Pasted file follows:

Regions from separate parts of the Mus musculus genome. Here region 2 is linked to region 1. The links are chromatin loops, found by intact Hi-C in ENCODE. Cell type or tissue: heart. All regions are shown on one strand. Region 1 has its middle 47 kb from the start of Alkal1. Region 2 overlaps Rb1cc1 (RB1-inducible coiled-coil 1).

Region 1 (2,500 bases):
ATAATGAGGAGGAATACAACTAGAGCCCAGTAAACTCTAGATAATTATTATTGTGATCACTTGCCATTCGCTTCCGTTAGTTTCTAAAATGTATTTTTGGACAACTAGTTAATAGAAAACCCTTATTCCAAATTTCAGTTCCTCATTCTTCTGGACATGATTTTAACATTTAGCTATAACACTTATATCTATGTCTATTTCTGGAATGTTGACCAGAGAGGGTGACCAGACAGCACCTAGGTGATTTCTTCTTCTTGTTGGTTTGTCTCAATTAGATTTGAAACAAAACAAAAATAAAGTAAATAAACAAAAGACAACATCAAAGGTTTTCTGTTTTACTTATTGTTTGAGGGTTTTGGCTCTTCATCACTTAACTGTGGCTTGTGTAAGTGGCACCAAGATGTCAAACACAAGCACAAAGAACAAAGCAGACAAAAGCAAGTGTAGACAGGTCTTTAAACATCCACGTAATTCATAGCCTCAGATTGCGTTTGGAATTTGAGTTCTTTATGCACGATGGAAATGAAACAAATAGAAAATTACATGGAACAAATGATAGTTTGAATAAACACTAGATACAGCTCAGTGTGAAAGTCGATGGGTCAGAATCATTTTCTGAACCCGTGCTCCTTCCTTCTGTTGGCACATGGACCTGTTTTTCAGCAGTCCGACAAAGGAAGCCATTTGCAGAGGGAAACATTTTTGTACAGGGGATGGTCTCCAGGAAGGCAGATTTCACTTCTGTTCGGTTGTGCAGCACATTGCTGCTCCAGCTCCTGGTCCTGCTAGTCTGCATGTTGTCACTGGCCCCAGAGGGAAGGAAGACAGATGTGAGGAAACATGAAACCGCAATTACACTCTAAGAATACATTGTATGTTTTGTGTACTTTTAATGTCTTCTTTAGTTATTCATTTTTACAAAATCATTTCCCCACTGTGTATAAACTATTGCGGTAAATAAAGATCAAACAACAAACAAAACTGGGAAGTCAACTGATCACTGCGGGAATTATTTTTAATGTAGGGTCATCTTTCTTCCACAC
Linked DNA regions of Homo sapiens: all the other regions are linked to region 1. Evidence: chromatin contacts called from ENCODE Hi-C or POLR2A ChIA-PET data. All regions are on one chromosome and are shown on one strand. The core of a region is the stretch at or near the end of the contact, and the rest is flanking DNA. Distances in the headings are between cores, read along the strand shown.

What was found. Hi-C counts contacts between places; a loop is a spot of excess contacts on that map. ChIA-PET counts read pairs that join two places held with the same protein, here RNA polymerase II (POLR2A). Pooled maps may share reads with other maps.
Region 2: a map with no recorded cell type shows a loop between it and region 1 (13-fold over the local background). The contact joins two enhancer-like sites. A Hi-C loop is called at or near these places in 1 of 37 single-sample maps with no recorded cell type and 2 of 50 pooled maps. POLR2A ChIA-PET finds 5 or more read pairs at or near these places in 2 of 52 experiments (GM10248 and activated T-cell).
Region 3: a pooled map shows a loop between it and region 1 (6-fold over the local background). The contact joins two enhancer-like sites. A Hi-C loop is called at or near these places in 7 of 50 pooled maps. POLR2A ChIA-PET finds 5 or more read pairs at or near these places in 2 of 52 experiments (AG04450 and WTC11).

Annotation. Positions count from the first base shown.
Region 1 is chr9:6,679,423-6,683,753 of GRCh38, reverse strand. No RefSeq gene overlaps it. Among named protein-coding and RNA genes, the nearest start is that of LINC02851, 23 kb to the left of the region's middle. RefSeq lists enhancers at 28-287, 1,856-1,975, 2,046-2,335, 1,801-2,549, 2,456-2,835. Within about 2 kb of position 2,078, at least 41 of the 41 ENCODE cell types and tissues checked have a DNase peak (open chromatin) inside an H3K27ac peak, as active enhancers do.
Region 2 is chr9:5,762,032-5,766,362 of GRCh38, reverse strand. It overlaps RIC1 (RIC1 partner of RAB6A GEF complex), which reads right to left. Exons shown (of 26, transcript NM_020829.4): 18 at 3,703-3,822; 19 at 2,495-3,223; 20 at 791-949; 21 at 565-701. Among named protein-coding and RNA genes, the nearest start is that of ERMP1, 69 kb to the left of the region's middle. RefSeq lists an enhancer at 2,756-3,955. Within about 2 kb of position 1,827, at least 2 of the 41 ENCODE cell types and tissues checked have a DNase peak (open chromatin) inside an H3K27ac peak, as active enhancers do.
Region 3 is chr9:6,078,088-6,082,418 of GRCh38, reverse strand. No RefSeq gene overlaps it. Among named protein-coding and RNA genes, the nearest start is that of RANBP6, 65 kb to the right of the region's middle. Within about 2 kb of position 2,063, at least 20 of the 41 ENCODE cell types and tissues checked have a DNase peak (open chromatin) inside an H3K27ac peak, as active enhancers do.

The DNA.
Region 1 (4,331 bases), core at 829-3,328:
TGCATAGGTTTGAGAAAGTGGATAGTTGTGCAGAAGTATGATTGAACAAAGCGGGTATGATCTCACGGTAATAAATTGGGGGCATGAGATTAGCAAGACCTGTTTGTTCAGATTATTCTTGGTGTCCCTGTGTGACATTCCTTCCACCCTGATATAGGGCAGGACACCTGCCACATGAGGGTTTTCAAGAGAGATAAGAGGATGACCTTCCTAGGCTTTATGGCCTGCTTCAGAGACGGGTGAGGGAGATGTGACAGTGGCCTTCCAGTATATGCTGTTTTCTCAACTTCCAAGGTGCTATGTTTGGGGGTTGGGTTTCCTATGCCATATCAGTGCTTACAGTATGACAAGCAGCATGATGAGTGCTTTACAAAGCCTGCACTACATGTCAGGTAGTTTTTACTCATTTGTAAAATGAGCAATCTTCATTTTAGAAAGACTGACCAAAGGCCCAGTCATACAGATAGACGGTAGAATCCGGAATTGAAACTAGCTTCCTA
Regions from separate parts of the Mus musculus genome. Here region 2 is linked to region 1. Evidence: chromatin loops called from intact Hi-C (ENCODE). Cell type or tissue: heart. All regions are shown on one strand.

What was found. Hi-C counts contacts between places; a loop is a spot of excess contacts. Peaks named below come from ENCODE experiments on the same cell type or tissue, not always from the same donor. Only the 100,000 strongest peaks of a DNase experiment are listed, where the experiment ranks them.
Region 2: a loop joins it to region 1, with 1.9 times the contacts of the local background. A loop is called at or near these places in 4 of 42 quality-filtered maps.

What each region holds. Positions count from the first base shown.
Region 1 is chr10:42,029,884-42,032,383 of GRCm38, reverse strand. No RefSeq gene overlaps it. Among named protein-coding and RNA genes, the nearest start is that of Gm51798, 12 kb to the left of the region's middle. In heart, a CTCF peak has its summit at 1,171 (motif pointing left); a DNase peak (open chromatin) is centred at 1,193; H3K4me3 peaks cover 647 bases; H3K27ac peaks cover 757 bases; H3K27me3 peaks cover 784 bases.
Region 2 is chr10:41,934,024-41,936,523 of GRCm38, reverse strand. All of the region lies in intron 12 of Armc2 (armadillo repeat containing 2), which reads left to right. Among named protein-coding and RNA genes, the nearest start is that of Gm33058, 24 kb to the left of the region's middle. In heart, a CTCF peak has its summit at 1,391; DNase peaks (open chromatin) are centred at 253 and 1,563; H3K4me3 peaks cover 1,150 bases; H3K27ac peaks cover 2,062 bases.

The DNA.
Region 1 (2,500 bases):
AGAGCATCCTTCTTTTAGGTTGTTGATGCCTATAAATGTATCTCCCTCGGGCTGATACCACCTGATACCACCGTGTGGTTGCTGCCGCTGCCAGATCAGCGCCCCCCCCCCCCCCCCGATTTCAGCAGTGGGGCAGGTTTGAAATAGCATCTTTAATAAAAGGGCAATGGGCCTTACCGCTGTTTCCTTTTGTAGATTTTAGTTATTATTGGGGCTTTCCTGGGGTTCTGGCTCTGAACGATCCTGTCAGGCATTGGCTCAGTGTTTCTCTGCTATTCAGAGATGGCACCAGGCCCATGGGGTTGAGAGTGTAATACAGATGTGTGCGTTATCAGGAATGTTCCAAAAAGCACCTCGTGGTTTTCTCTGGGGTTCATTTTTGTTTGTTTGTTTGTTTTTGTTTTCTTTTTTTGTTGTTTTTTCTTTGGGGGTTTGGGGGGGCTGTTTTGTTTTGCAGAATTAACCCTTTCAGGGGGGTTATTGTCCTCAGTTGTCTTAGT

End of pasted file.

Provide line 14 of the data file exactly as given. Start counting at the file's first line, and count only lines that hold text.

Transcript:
TGCATAGGTTTGAGAAAGTGGATAGTTGTGCAGAAGTATGATTGAACAAAGCGGGTATGATCTCACGGTAATAAATTGGGGGCATGAGATTAGCAAGACCTGTTTGTTCAGATTATTCTTGGTGTCCCTGTGTGACATTCCTTCCACCCTGATATAGGGCAGGACACCTGCCACATGAGGGTTTTCAAGAGAGATAAGAGGATGACCTTCCTAGGCTTTATGGCCTGCTTCAGAGACGGGTGAGGGAGATGTGACAGTGGCCTTCCAGTATATGCTGTTTTCTCAACTTCCAAGGTGCTATGTTTGGGGGTTGGGTTTCCTATGCCATATCAGTGCTTACAGTATGACAAGCAGCATGATGAGTGCTTTACAAAGCCTGCACTACATGTCAGGTAGTTTTTACTCATTTGTAAAATGAGCAATCTTCATTTTAGAAAGACTGACCAAAGGCCCAGTCATACAGATAGACGGTAGAATCCGGAATTGAAACTAGCTTCCTA